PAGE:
Branding or Branded
Long time readers may recall an article I wrote regarding a presentation on social networking I had given some years ago. Those were early days of social networking and most organizations were at the early stages of trying to make sense of what it meant for them.
I felt then that we were at the very early stages of a transformative time, and that issues such as epistemology, community organization and definition, identity, authority, and much more were being redefined in ways as profound as the early days of modernity. A few years later, we are a bit further along, but it is clear that we aren’t there yet. A recent article in the NY Times about the surprisingly weak utilization of MOOCs, the overtly contentious issues regarding Mr. Snowden, the NSA, and what privacy does or doesn’t mean, the magnification of gamification as teaching tools, and so much more only suggest that we don’t yet have shared standards, a shared ethic, or even a methodology for teaching how to mediate the overwhelming abundance of information available to all. And that doesn’t even begin to cover all of the issues.
In any case, at the time, after I spoke to a large group of nonprofit professionals in that city, a marketing professional from one of organizations immediately responded: “Oh, I get it; we need to re-brand ourselves” To which I replied, “No, you don’t get it; you need to reinvent your organization for this century.” [Maybe I said it more diplomatically.]
Since then I have given a lot more thought to the entire issue of branding. I have seen a growing attention to cultivating a brand image by many organizations, even among private foundations. It relates to every organization with which I am connected, and it certainly relates to my own work, my self-presentation, and my persona as a philanthropy advisor and educator.
It is striking how many individuals and organizations [and private for-profit businesses] seem to be exactly where that marketing professional was 10 years ago. To take one example: I go to a local Equinox gym every morning. If one were to look at all of the slick material produced by them, one would think it is an attentive and caring “club” atmosphere for members. I cannot speak for other locations, or even other hours at this location, but I can tell you that none of us who go each morning recognize their well-publicized “brand.” Suffice it to say that there are simple adjustments in policy and staff training and attitude that would make all of the difference for those of us who are paying customers, but these ideas, shared by many, have been rebuffed. It is not very surprising that I am the only one of the early risers who joined when it opened who still goes – and I too would leave in a minute if there were as convenient an option.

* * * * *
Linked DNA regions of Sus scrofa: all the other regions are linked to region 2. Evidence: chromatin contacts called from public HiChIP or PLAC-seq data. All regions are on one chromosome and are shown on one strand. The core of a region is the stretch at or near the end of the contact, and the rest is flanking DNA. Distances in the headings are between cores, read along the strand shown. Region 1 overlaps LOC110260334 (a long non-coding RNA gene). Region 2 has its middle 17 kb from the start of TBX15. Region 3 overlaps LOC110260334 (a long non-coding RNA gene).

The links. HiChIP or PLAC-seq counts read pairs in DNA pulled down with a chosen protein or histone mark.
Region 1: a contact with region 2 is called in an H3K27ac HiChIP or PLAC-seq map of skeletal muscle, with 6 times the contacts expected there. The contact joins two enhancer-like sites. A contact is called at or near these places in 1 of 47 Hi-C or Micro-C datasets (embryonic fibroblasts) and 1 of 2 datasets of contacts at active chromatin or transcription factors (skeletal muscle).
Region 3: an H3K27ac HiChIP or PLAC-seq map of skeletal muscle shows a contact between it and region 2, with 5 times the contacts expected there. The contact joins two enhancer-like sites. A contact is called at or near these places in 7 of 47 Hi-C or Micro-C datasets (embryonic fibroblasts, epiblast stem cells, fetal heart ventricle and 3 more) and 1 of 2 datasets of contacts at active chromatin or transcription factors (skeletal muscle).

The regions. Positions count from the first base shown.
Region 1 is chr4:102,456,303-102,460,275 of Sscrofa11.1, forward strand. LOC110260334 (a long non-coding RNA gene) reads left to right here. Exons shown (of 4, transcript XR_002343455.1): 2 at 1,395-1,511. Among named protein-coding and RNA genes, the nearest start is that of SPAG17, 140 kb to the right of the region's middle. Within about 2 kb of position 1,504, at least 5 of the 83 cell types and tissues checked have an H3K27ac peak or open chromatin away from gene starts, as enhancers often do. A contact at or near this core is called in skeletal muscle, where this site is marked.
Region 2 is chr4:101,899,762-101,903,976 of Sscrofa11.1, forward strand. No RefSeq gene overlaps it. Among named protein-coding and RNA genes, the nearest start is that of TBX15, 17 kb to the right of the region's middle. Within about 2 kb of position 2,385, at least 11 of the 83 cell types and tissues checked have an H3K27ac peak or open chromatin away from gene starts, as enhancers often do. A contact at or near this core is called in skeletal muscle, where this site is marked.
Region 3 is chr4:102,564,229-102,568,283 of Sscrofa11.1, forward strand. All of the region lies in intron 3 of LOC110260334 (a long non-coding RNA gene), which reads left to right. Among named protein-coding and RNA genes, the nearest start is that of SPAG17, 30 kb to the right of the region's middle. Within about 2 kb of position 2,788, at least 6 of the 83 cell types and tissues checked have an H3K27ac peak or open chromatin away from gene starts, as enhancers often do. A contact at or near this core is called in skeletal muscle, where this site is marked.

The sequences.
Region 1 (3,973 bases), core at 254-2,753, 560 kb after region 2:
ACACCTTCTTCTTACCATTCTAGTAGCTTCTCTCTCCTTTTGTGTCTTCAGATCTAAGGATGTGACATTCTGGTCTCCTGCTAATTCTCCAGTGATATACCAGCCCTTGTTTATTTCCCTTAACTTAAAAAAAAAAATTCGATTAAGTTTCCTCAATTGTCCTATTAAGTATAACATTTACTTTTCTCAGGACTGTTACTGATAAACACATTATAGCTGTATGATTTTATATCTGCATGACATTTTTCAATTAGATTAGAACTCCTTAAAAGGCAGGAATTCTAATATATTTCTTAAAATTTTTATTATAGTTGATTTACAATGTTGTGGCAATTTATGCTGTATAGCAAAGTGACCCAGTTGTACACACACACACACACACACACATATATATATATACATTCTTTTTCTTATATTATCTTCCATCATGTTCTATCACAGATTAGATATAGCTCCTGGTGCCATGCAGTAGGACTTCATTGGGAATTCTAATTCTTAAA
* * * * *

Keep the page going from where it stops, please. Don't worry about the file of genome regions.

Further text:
This is not an expose of a particular company. For all I know, Equinox is no worse than its competition, so the misalignment of branding and actual experience doesn’t harm their business. Maybe expectations for gyms are such that no one takes the “branding” too seriously.
Many companies and many nonprofits, though, do know that something has changed. Too often, their response has been to repackage themselves and called it re-branding. It is as if they have adopted the old saw “fake it til you make it.” For this group, calling a pre-existing program or project or offering by a new catchy with-it dot.com type title is all they have taken away from an era of rapid and deep change. I doubt anyone is long fooled or that they are actually attracting very much new business or very many new followers or supporters. Do people really believe that because a company or organization has a facebook page or twitter handle that it has changed the way it does things? I am dubious.
There is another group of individuals and organizations that really do work at it. They recognize that they, or some significant part of what they do, has changed or must change in very authentic ways. They are not simply repackaging but attempting a re-invention, a new set of responses to changing conditions. For this group, a pro-active rebranding /re-positioning is valid and necessary because it reflects, credibly, how they now do things. They get it: only after making the changes does the marketing and branding come into play.
Now, I suspect that what I have just written is basic Branding 101. I make no claim to be an expert in marketing [more about that below] or branding, but as an avid observer, it is clear to me that far too many organizations haven’t yet passed that course.
Recently, though, I learned a couple of things about branding which have expanded my own understandings. I share them on the chance that some of you are also still in the learning stage.